The parliamentary opposition of the Hungarian incumbent party has shown itself unable to counter Victor Orbán’s quest against the rule of law. The EU thus remains the only mechanism capable of curbing his non-democratic quest. Nevertheless, its legal proceedings have proved unsuccessful at preventing the Hungarian government from undermining democratic values. Although there has been a great deal of criticism, the EU has often taken a peaceful stance towards Hungary, trying to entice it to reform voluntarily. It has been argued that the EU should consider expelling Hungary from the organisation via Article 50, the only tool available to help a country leave the EU. However, it can be triggered only with the state’s will to leave, as it has been in the case of Brexit.
On the other hand, the EU cannot expel a member state unilaterally. Article 7 of the Lisbon Treaty, a mechanism enabling the EU to suspend certain rights to member states, can be applied to restrict voting power in the European Council. Nonetheless, activating the article requires the EU member states to unanimously determine whether the EU’s democratic values are in fact being dismantled by a member state. The possibility that Hungary and Poland will back each other is high. Re-founding the union without Hungary for the sake of protecting democratic accountability would be too extreme. It may encourage other countries to keep following a non-democratic path, especially during the period of China’s emergence, which many believe aims to promote autocracy in the region.
Another solution, which concerns finances, also presents a challenge. If the EU cuts funding to Hungary, other member states will assume that it sets a precedent for the same to happen to them at some point in the future. Therefore, they will likely be reluctant to ‘punish’ any particular member state.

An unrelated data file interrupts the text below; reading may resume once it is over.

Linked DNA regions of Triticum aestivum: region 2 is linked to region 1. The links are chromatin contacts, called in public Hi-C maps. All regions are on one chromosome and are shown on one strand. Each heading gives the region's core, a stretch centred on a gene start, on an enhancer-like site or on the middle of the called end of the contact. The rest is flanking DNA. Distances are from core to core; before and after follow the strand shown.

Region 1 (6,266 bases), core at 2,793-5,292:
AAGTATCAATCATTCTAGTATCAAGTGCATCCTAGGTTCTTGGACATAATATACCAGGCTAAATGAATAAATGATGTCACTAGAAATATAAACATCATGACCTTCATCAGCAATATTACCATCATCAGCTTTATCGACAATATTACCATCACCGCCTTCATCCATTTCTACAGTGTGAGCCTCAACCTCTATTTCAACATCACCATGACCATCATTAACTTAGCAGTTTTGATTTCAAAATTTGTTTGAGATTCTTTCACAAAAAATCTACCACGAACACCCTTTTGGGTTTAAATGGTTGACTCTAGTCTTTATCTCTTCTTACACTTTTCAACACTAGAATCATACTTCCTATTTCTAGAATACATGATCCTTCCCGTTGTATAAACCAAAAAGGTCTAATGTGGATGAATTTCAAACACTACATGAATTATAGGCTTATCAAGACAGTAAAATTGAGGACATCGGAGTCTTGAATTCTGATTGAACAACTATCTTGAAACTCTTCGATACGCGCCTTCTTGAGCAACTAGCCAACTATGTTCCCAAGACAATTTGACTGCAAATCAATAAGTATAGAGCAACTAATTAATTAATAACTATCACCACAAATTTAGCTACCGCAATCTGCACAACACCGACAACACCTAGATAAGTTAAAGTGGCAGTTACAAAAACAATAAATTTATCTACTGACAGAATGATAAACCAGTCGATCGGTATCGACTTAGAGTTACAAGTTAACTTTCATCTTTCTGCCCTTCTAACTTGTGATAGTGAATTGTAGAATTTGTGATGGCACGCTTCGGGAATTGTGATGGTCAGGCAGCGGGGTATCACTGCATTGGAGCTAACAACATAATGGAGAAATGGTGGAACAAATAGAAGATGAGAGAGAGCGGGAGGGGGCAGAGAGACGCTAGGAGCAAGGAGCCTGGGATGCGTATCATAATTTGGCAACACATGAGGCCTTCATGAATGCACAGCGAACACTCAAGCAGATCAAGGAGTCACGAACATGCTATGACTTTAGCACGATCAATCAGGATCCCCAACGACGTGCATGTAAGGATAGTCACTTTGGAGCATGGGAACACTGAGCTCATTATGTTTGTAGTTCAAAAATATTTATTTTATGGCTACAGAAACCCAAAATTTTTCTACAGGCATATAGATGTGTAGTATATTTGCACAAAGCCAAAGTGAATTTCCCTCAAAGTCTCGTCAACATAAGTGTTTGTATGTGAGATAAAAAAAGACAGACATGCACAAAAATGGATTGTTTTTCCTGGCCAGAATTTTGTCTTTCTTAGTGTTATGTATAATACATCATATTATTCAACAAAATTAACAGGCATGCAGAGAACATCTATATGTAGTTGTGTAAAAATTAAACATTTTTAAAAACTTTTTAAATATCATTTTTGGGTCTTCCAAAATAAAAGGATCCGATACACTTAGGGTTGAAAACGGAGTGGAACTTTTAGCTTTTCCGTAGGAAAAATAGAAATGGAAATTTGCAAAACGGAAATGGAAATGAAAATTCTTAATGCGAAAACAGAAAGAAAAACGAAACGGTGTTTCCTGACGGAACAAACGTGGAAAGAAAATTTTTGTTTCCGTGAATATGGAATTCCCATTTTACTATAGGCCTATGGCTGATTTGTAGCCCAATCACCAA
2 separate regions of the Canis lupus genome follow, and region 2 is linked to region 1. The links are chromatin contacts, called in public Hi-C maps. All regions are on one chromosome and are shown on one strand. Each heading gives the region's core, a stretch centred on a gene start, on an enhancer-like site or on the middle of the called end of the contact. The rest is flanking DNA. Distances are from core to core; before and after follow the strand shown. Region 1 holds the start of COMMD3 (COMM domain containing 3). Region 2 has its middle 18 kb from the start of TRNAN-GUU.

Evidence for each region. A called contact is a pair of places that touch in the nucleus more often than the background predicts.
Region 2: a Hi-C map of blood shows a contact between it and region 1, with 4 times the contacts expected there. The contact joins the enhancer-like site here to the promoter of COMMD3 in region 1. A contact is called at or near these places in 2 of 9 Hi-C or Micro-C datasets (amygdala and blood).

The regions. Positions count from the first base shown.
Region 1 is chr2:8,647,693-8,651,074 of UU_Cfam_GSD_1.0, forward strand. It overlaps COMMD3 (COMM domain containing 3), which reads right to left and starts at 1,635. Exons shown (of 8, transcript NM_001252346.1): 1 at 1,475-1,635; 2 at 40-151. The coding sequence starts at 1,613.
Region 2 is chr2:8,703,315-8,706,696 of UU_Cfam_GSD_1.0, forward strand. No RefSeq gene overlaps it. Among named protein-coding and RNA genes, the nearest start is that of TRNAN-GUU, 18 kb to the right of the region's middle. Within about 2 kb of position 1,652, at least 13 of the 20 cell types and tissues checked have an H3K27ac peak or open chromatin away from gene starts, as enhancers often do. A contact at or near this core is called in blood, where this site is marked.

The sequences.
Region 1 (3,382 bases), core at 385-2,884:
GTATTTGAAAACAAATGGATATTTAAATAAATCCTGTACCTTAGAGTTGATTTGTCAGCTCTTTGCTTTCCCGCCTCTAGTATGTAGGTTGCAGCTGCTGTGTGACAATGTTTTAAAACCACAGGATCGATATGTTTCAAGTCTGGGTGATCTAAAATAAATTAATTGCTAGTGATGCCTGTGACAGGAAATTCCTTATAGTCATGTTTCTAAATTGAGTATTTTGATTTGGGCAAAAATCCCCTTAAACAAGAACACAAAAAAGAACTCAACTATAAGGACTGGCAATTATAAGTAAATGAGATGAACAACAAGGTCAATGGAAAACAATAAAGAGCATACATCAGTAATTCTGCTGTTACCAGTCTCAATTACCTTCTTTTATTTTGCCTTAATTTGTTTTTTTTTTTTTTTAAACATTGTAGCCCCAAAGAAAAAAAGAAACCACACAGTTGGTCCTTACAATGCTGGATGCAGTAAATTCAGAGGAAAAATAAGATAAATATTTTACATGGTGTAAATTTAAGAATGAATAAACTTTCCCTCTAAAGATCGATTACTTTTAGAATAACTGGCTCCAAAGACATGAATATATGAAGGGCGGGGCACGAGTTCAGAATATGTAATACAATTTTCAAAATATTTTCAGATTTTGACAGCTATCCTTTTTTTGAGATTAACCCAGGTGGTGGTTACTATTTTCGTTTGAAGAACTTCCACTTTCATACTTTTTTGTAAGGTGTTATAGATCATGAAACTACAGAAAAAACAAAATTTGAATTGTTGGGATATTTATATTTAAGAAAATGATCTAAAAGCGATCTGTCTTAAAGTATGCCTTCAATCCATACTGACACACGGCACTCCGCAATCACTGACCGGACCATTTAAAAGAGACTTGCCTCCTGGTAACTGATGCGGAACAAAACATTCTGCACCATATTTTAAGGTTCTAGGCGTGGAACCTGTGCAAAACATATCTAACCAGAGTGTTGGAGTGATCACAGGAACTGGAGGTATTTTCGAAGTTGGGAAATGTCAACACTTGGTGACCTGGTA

Furthermore, Hungarian Civic Alliance Fidesz is a member of the largest European People’s Party (EPP), which includes influential politicians such as Angela Merkel and both the current and former presidents of the European Commission. It is considered that isolating Fidesz politically might damage the group’s overall influence. There is also a popular view that Orbán’s political party delivers a great number of votes to the EPP in the European Parliament elections.
A Loss of Trust in Liberal Democracy?
Another challenge for the EU regarding Hungary is connected to the perception of liberal democracy. As Donald Tusk once claimed, ‘the biggest fear today is that people have started to associate liberalism with negative concepts such as vulnerability, disorder, chaos and weakness.’ In 2018, Orbán started to widely condemn liberal democracy. At the same time, Hungary repositioned itself ‘towards the East’. Making a contrast between the East and West, Orbán has been observing how non-Western and non-democratic systems are able to make their nations successful. In addition, while criticising the EU, Orbán has advocated the principle of non-interference, believing that each nation has its own character, embodied in specific and unique political systems.
Voices often blame the EU for inaction, albeit it is obvious that liberal democracy has long begun to suffer on a global scale. Loss of trust in democracy has become the trend not only in Hungary but around the globe. This process is accompanied by the rise of authoritarianism, which very much appeals to the Hungarian government. Despite Budapest’s objections, the EU has managed to overcome the issue of the EU budget this time; yet, it has revealed its inability to stop Hungary’s rollback to autocracy in the long run. Thus, it might need to reform itself to obtain stronger leverage over its non-democratic member states and be more resilient to such issues in future.